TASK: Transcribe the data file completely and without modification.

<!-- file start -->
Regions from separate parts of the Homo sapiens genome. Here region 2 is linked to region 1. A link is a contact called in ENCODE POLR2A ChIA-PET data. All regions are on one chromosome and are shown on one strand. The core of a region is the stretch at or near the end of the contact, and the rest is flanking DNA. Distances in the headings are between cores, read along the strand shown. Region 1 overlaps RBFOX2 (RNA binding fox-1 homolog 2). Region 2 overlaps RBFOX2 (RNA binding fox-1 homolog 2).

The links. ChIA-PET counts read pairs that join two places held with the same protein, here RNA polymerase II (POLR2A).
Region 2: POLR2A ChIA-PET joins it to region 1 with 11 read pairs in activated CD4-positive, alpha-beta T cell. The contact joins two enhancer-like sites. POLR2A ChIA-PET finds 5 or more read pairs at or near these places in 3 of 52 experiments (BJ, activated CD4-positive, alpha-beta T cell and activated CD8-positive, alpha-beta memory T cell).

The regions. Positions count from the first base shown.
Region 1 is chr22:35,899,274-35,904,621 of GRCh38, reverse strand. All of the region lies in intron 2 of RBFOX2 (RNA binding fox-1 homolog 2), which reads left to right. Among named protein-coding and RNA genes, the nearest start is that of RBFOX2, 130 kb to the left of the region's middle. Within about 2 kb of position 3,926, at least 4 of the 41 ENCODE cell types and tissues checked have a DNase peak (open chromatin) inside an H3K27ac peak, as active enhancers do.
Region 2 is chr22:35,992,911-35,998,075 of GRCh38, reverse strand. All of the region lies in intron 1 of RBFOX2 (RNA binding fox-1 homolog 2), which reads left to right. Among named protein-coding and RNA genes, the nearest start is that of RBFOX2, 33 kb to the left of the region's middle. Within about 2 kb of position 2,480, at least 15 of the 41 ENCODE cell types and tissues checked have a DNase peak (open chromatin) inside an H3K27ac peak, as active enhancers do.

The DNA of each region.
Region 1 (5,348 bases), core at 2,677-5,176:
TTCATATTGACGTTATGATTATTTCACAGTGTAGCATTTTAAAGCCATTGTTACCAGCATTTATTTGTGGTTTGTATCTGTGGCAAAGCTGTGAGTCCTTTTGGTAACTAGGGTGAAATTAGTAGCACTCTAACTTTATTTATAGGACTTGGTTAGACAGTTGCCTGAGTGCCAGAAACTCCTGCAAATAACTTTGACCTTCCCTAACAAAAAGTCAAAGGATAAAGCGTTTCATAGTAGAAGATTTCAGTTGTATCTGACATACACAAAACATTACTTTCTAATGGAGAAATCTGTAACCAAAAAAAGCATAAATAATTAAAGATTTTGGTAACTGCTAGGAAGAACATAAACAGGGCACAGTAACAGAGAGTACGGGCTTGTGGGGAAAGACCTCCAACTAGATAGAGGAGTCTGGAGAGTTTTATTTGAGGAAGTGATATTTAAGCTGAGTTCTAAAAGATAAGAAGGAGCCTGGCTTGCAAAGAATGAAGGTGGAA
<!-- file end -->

Regions from separate parts of the Homo sapiens genome. Here region 2 is linked to region 1. A link is a contact called in ENCODE POLR2A ChIA-PET data. All regions are on one chromosome and are shown on one strand. The core of a region is the stretch at or near the end of the contact, and the rest is flanking DNA. Distances in the headings are between cores, read along the strand shown. Region 1 overlaps RBFOX2 (RNA binding fox-1 homolog 2). Region 2 overlaps RBFOX2 (RNA binding fox-1 homolog 2).

The links. ChIA-PET counts read pairs that join two places held with the same protein, here RNA polymerase II (POLR2A).
Region 2: POLR2A ChIA-PET joins it to region 1 with 11 read pairs in activated CD4-positive, alpha-beta T cell. The contact joins two enhancer-like sites. POLR2A ChIA-PET finds 5 or more read pairs at or near these places in 3 of 52 experiments (BJ, activated CD4-positive, alpha-beta T cell and activated CD8-positive, alpha-beta memory T cell).

The regions. Positions count from the first base shown.
Region 1 is chr22:35,899,274-35,904,621 of GRCh38, reverse strand. All of the region lies in intron 2 of RBFOX2 (RNA binding fox-1 homolog 2), which reads left to right. Among named protein-coding and RNA genes, the nearest start is that of RBFOX2, 130 kb to the left of the region's middle. Within about 2 kb of position 3,926, at least 4 of the 41 ENCODE cell types and tissues checked have a DNase peak (open chromatin) inside an H3K27ac peak, as active enhancers do.
Region 2 is chr22:35,992,911-35,998,075 of GRCh38, reverse strand. All of the region lies in intron 1 of RBFOX2 (RNA binding fox-1 homolog 2), which reads left to right. Among named protein-coding and RNA genes, the nearest start is that of RBFOX2, 33 kb to the left of the region's middle. Within about 2 kb of position 2,480, at least 15 of the 41 ENCODE cell types and tissues checked have a DNase peak (open chromatin) inside an H3K27ac peak, as active enhancers do.

The DNA of each region.
Region 1 (5,348 bases), core at 2,677-5,176:
TTCATATTGACGTTATGATTATTTCACAGTGTAGCATTTTAAAGCCATTGTTACCAGCATTTATTTGTGGTTTGTATCTGTGGCAAAGCTGTGAGTCCTTTTGGTAACTAGGGTGAAATTAGTAGCACTCTAACTTTATTTATAGGACTTGGTTAGACAGTTGCCTGAGTGCCAGAAACTCCTGCAAATAACTTTGACCTTCCCTAACAAAAAGTCAAAGGATAAAGCGTTTCATAGTAGAAGATTTCAGTTGTATCTGACATACACAAAACATTACTTTCTAATGGAGAAATCTGTAACCAAAAAAAGCATAAATAATTAAAGATTTTGGTAACTGCTAGGAAGAACATAAACAGGGCACAGTAACAGAGAGTACGGGCTTGTGGGGAAAGACCTCCAACTAGATAGAGGAGTCTGGAGAGTTTTATTTGAGGAAGTGATATTTAAGCTGAGTTCTAAAAGATAAGAAGGAGCCTGGCTTGCAAAGAATGAAGGTGGAA